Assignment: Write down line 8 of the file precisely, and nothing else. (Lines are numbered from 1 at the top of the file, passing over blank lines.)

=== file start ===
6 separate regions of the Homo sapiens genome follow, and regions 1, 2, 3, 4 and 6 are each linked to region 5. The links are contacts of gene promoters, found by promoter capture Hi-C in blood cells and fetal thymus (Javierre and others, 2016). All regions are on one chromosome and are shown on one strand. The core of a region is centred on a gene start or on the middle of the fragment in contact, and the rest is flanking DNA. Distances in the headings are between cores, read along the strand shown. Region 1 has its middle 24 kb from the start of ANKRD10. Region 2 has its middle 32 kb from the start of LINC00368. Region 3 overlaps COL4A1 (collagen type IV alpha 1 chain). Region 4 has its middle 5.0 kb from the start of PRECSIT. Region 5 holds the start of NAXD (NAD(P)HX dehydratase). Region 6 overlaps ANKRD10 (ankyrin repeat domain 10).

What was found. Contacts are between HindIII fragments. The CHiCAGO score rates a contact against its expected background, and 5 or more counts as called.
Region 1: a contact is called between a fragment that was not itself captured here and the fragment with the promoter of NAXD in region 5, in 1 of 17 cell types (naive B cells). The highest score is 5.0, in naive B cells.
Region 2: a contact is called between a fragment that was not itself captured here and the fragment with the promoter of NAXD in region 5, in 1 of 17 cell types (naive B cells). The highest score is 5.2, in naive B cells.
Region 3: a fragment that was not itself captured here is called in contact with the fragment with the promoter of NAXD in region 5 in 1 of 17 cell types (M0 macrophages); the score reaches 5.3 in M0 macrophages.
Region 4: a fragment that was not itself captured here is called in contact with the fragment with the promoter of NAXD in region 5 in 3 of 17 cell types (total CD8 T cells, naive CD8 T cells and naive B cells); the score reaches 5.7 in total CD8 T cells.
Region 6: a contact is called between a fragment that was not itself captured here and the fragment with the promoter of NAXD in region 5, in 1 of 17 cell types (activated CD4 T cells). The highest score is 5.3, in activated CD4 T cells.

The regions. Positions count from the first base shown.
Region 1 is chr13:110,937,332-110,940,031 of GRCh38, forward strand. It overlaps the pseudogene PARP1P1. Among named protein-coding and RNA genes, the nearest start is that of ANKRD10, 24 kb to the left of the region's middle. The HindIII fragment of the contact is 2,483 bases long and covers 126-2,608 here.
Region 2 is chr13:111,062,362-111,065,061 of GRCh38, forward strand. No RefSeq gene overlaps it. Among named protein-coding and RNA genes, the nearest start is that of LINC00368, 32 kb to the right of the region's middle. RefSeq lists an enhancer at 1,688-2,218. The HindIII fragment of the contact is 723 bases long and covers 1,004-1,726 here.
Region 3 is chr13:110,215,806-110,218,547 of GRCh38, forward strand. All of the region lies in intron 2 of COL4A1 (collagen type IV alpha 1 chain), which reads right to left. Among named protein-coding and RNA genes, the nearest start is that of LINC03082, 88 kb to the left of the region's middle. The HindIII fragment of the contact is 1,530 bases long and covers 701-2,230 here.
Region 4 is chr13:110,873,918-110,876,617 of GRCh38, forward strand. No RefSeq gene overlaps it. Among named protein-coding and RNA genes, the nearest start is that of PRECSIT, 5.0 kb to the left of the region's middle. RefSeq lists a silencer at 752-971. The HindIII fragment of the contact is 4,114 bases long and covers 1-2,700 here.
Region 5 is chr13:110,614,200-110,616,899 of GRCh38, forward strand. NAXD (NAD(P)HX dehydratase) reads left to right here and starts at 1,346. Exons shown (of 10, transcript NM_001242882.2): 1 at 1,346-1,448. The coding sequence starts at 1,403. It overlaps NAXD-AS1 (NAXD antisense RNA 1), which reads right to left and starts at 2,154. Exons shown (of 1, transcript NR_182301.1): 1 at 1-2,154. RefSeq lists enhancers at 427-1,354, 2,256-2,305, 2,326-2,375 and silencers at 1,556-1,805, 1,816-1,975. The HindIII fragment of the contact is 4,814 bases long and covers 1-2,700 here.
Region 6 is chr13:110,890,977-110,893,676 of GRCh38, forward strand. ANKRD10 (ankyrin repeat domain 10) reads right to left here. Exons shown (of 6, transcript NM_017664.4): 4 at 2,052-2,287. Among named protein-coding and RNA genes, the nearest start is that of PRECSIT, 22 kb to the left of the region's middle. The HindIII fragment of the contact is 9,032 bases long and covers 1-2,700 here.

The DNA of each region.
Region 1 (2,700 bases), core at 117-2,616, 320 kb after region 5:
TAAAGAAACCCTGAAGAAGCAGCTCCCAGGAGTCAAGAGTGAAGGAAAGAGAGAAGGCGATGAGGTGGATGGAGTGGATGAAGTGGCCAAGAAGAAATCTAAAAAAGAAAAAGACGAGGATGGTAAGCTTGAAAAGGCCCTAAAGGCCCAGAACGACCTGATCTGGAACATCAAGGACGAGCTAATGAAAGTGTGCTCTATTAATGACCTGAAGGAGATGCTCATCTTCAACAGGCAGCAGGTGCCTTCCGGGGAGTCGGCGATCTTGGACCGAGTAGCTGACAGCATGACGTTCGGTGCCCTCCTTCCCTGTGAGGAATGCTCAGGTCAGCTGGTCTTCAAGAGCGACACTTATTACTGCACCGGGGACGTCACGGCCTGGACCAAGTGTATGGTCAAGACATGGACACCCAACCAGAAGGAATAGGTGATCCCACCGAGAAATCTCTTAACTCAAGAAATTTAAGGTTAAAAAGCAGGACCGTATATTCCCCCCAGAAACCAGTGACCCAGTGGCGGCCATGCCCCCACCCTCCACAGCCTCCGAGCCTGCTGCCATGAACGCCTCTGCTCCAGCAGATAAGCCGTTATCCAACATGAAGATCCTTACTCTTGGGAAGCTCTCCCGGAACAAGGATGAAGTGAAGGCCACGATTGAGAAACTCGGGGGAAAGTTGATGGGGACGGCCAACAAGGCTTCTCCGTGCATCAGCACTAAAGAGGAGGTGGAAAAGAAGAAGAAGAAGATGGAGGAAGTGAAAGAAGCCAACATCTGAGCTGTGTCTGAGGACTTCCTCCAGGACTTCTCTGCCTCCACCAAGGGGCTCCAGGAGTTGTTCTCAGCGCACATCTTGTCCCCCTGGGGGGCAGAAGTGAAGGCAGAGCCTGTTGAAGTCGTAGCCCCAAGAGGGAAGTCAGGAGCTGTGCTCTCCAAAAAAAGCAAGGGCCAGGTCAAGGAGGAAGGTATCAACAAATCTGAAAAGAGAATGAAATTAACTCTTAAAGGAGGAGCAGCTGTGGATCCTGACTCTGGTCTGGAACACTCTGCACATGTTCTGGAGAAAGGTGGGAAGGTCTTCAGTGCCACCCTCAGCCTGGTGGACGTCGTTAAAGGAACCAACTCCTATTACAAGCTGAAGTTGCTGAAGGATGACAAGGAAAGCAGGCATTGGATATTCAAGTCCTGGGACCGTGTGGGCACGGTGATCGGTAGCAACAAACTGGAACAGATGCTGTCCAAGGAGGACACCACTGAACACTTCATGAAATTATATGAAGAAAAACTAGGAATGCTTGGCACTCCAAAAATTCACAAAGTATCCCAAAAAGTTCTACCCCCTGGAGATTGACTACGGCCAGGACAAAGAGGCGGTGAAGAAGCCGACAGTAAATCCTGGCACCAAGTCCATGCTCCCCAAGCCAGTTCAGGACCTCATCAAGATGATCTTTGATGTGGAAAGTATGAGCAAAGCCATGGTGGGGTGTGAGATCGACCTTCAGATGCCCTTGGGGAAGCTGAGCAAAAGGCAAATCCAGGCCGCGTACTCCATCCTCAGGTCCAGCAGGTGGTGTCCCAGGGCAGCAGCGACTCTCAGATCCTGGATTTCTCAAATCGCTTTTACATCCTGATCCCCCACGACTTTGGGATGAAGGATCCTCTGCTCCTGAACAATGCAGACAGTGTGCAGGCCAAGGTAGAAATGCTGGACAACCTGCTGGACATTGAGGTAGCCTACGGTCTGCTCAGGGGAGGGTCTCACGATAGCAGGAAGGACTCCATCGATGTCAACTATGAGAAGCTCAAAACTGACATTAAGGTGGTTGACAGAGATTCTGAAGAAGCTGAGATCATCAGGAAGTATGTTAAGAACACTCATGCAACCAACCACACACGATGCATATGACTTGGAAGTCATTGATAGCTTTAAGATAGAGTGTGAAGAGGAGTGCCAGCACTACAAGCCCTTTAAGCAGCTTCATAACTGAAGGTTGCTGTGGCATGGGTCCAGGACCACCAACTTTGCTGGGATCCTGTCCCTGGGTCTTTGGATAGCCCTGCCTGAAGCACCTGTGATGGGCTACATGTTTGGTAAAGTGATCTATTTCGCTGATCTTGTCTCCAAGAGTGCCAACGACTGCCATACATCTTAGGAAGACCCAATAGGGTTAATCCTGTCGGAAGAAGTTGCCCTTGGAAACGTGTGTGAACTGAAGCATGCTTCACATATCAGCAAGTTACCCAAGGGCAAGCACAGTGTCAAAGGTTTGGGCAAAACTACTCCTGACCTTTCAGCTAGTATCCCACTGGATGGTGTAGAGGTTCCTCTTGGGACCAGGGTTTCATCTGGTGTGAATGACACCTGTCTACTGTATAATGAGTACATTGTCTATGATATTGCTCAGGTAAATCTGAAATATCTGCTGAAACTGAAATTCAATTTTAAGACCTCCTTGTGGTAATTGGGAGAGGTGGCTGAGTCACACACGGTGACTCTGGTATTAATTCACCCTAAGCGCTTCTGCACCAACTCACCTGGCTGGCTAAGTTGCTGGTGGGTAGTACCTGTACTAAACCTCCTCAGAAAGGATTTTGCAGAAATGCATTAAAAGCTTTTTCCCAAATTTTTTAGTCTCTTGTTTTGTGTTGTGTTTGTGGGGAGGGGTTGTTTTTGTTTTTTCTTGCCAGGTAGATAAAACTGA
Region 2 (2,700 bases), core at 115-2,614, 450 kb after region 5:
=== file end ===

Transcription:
The regions. Positions count from the first base shown.